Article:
Identifying barriers and pathways linking fish and seafood to food security in Inuit Nunangat: A scoping review

dc.contributor.authorBrockington, Meghan
dc.contributor.authorBeale, Dorothy
dc.contributor.authorGaupholm, Josephine
dc.contributor.authorNaylor, Angus
dc.contributor.authorKenny, Tiff-Annie
dc.contributor.authorLemire, Mélanie
dc.contributor.authorFalardeau, Marianne
dc.contributor.authorLoring, Philip
dc.contributor.authorParmley, Jane
dc.contributor.authorLittle, Matthew
dc.description.abstractBackground: Fish and seafood play an important role in improving food security in Inuit Nunangat. Therefore, this scoping review aims to explore (1) what topics and/or themes have been widely explored in the literature related to barriers and pathways linking fish and seafood to food security; (2) where research, policy, and action gaps exist; and (3) how fisheries currently contribute to food security. Methods: A systematic search of peer-reviewed articles was conducted using six databases. Articles were screened by two independent reviewers. Eligible studies included primary research conducted in Inuit Nunangat that explored the roles of fish and seafood in food security. Results: Thirty-one articles were included for review. Overall, we found that fisheries can influence food security through direct pathways (e.g., consuming fish for nutrition), and through indirect pathways such as increasing household purchasing power (e.g., through employment). Research indicated that policies relating to wildlife and fisheries management need to be integrated with food and health policies to better address food insecurity in Inuit Nunangat. Conclusion: Future research is needed to establish a more robust understanding of the explicit mechanisms that fish and seafood harvest and/or the participation in commercial fisheries alleviates household food insecurity.en_US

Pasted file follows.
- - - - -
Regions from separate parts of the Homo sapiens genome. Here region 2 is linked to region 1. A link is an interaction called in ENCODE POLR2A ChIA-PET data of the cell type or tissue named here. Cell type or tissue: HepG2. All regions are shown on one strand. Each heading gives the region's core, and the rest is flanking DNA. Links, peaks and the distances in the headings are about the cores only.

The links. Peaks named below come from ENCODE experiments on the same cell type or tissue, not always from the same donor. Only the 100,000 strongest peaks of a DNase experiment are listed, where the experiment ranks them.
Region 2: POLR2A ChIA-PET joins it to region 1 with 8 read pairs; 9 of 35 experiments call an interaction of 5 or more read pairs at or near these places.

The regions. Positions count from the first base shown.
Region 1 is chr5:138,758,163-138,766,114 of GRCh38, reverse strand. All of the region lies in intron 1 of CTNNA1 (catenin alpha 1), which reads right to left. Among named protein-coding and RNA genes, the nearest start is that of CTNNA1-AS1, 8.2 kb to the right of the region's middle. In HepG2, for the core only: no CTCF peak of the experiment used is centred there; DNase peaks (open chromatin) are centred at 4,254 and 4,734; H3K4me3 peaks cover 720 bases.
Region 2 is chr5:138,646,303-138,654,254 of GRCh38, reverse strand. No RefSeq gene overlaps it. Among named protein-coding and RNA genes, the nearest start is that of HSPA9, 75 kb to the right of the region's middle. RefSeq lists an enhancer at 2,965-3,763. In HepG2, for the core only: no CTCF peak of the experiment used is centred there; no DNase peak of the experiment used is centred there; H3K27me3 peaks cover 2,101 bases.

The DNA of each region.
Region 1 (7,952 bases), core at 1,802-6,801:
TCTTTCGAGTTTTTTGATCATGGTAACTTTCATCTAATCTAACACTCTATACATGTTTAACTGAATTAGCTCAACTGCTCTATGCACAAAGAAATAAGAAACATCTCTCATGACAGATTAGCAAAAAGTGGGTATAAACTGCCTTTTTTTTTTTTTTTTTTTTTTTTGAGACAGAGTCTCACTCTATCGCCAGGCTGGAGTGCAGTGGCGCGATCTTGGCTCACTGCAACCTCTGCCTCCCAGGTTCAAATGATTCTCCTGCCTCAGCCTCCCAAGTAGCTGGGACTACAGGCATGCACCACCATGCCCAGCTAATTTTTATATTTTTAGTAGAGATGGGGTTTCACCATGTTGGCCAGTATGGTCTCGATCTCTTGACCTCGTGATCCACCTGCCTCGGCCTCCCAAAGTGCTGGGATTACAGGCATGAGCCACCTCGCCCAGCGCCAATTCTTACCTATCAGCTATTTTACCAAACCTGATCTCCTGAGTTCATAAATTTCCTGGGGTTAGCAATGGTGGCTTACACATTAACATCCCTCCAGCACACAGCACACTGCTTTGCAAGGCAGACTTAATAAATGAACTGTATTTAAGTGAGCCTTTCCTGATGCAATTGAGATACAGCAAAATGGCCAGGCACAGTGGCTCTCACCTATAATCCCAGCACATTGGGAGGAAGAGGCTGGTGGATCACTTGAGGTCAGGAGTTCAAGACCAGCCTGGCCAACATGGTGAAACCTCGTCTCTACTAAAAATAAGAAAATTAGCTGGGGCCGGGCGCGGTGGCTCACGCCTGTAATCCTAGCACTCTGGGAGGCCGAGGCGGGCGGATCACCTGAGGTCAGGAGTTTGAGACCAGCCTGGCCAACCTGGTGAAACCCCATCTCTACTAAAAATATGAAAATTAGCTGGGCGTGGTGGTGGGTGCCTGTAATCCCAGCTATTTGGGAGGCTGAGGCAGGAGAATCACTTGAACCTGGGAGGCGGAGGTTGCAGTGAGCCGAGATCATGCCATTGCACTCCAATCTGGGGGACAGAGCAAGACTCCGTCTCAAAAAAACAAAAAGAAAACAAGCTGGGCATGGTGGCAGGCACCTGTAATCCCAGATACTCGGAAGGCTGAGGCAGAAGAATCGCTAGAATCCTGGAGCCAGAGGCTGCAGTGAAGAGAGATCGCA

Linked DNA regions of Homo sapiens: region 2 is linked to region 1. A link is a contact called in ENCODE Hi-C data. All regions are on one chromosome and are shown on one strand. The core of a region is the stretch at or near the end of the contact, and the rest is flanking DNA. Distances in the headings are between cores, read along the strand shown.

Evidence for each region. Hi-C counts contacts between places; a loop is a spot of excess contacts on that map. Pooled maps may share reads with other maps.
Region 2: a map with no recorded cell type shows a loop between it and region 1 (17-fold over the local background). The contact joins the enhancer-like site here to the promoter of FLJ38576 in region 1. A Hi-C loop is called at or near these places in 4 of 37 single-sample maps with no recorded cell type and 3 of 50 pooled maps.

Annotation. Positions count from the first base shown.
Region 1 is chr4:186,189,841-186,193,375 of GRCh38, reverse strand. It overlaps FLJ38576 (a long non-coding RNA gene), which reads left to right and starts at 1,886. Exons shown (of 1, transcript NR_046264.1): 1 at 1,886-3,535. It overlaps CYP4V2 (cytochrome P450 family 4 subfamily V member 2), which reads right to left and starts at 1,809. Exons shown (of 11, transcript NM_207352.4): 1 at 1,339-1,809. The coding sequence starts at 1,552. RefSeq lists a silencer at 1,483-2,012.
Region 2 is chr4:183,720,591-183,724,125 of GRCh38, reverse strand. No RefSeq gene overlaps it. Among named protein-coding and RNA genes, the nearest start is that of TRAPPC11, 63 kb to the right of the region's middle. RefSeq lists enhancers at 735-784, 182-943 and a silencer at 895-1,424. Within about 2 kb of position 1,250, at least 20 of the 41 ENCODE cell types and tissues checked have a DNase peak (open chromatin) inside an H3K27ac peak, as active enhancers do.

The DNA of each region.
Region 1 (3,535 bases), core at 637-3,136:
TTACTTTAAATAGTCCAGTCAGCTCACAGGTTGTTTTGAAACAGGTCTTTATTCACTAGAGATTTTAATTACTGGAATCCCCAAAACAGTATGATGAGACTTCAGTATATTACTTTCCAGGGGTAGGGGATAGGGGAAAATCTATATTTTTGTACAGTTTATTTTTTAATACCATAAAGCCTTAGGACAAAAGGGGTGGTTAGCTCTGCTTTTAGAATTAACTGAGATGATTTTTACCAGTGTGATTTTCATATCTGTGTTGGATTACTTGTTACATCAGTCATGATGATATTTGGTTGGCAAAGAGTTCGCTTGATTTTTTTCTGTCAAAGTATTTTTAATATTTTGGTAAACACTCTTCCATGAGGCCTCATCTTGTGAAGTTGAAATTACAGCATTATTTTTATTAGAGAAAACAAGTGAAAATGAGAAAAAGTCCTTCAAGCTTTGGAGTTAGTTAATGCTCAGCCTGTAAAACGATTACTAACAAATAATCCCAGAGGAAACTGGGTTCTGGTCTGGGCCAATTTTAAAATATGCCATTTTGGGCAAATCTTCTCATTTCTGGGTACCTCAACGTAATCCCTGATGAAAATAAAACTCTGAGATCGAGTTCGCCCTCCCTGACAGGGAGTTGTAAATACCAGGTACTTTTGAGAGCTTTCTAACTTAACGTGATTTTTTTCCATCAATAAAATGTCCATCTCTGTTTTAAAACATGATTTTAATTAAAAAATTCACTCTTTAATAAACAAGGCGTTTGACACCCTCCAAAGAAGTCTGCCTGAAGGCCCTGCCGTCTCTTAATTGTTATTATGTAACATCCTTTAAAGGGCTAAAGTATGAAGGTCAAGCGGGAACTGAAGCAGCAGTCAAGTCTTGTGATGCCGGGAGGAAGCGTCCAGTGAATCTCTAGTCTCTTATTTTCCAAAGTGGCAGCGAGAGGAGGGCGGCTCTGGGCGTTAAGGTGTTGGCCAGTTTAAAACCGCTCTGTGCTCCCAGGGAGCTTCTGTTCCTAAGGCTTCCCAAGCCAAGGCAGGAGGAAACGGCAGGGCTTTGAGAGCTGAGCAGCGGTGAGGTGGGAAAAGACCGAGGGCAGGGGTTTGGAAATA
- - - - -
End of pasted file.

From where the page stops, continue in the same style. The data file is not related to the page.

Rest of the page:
dc.description.sponsorshipThis research was funded by ArcticNet project P74, ‘Moving from understanding to action on food security in the Canadian Arctic’ and Crown-Indigenous Relations and Northern Affairs Canada Northern Contaminants Program project H-12, ‘Piujuit: Country food access and preferences’. Meghan Brockington is supported in part by funding from the Social Sciences and Humanities Research Council Doctoral Award, the Northern Scientific Training Program, and the University of Guelph, Population Medicine, OVC Doctoral Award. Matthew Little receives funding through a Michael Smith Health Research BC Scholar Award. Philip Loring is funded in part by the Arrell Food Institute at the University of Guelph. Mélanie Lemire is a member of Quebec Océan and received a salary grant from the Fonds de recherche du Québec—Santé (FRQS) Junior 2 (2019–2023). She is the titular of the Littoral Research Chair (2019–2020 and 2020–2021 respectively), which is mainly funded by Sentinel North and the Northern Contaminant Programme (NCP). Marrianne Falardeau is a member of Québec Océan, the Centre d’études nordiques (CEN), and the Littoral Research Chair. She receives funding from the Genome Canada project FISHES (Fostering Indigenous Small-scale fisheries for Health, Economy, and food Security), the Belmont forum project MARAT (Marine Arctic Resilience, Adaptations and Transformations), and a Weston Family Foundation Postdoctoral Fellowship.en_US
dc.identifier.citationBrockington, M., Beale, D., Gaupholm, J., Naylor, A., Kenny, T., Lemire, M., . . . Little, M. (2023). “Identifying barriers and pathways linking fish and seafood to food security in Inuit Nunangat: A scoping review.” International Journal of Environmental Research and Public Health, 20(3), 2629.
dc.publisherInternational Journal of Environmental Research and Public Healthen_US
dc.subjectfood securityen_US
dc.subjectArctic Canadaen_US
dc.subjectfood sovereigntyen_US
dc.subjectwildlife managementen_US
dc.titleIdentifying barriers and pathways linking fish and seafood to food security in Inuit Nunangat: A scoping reviewen_US


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